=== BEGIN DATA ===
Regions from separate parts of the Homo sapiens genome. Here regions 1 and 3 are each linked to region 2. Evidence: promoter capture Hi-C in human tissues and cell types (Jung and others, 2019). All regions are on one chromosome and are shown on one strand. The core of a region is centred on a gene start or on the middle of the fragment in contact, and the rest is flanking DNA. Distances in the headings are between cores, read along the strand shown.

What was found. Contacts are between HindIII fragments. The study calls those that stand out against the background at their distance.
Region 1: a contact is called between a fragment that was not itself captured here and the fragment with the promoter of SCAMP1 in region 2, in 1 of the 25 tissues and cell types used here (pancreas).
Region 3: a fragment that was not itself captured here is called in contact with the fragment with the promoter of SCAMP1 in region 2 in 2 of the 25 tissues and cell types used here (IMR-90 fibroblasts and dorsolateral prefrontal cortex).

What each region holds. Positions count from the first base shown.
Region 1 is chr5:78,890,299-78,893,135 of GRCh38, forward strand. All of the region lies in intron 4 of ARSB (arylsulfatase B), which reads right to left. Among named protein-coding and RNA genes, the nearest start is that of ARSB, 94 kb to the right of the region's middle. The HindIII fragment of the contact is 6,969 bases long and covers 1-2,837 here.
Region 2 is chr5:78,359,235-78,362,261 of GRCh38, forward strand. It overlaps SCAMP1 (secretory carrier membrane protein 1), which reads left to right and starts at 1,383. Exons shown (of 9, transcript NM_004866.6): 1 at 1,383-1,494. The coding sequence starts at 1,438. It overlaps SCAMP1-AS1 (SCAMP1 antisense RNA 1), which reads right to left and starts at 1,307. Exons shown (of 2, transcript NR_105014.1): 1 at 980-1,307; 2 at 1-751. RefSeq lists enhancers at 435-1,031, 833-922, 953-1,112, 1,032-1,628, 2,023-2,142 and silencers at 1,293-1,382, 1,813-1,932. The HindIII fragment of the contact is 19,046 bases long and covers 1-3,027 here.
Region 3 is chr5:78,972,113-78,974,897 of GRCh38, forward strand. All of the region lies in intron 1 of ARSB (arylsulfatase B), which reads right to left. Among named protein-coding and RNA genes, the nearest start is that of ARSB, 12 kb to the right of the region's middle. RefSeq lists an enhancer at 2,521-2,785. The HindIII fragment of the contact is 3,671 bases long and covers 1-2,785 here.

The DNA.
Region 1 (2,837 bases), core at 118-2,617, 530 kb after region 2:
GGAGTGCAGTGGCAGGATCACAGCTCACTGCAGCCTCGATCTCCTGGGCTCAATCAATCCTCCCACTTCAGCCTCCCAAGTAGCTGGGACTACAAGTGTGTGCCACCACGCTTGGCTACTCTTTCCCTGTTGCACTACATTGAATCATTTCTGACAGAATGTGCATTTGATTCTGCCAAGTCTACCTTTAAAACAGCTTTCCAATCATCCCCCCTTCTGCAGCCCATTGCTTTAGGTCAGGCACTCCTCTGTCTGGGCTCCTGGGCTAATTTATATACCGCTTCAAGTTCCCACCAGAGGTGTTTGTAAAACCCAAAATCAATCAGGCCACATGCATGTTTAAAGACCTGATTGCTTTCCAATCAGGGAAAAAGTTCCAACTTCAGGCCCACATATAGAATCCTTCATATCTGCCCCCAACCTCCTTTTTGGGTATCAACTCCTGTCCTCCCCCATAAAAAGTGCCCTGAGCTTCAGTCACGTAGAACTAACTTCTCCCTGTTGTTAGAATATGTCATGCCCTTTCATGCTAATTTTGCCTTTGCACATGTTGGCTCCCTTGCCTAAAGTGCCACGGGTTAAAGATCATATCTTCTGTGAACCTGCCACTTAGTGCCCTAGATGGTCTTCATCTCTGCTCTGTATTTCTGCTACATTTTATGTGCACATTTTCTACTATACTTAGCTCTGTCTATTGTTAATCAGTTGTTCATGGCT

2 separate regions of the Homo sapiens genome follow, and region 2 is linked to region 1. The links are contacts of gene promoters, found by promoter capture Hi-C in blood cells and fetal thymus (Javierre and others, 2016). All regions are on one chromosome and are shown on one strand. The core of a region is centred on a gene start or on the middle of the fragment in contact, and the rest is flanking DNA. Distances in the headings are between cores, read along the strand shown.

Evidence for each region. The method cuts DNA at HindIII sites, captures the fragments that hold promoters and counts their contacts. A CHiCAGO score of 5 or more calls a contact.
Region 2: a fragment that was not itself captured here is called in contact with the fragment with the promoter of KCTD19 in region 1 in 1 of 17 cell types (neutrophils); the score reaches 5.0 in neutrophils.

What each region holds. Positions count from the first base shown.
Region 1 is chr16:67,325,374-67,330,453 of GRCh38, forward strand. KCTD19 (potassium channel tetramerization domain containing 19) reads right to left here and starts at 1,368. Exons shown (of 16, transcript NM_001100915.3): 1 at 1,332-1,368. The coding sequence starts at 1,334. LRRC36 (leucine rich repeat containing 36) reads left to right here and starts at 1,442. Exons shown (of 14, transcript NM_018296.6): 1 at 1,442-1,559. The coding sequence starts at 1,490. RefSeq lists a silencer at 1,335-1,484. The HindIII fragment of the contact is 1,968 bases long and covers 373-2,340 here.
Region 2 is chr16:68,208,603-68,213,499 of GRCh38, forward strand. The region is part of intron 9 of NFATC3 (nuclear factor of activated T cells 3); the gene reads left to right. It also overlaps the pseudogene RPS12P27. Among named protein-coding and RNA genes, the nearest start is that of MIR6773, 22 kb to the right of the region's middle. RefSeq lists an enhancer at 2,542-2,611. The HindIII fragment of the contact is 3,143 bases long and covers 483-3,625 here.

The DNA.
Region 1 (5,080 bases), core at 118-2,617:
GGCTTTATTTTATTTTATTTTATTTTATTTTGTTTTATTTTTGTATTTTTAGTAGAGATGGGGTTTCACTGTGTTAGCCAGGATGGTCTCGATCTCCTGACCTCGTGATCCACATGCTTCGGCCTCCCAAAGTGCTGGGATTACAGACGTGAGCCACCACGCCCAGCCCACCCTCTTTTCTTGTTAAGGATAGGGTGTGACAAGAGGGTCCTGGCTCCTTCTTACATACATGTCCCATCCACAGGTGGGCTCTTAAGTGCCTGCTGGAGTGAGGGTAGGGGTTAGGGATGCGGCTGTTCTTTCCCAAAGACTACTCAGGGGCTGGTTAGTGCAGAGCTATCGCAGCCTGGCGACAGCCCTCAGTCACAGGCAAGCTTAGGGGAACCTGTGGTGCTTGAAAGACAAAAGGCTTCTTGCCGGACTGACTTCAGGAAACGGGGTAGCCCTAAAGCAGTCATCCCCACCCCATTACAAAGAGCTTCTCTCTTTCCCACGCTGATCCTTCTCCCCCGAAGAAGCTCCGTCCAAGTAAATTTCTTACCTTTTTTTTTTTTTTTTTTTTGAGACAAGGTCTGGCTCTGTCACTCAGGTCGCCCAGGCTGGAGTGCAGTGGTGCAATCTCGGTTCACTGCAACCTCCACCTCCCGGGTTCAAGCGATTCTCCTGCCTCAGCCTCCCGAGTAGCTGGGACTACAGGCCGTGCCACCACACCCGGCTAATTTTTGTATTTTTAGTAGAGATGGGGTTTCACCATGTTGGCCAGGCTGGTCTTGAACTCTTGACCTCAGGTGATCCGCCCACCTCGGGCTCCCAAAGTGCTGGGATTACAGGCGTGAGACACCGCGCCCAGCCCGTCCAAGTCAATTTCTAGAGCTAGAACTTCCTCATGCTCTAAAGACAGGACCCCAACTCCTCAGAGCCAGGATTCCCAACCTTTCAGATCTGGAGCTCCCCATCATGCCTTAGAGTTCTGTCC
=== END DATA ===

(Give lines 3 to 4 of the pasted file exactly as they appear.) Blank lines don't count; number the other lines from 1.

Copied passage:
Region 1: a contact is called between a fragment that was not itself captured here and the fragment with the promoter of SCAMP1 in region 2, in 1 of the 25 tissues and cell types used here (pancreas).
Region 3: a fragment that was not itself captured here is called in contact with the fragment with the promoter of SCAMP1 in region 2 in 2 of the 25 tissues and cell types used here (IMR-90 fibroblasts and dorsolateral prefrontal cortex).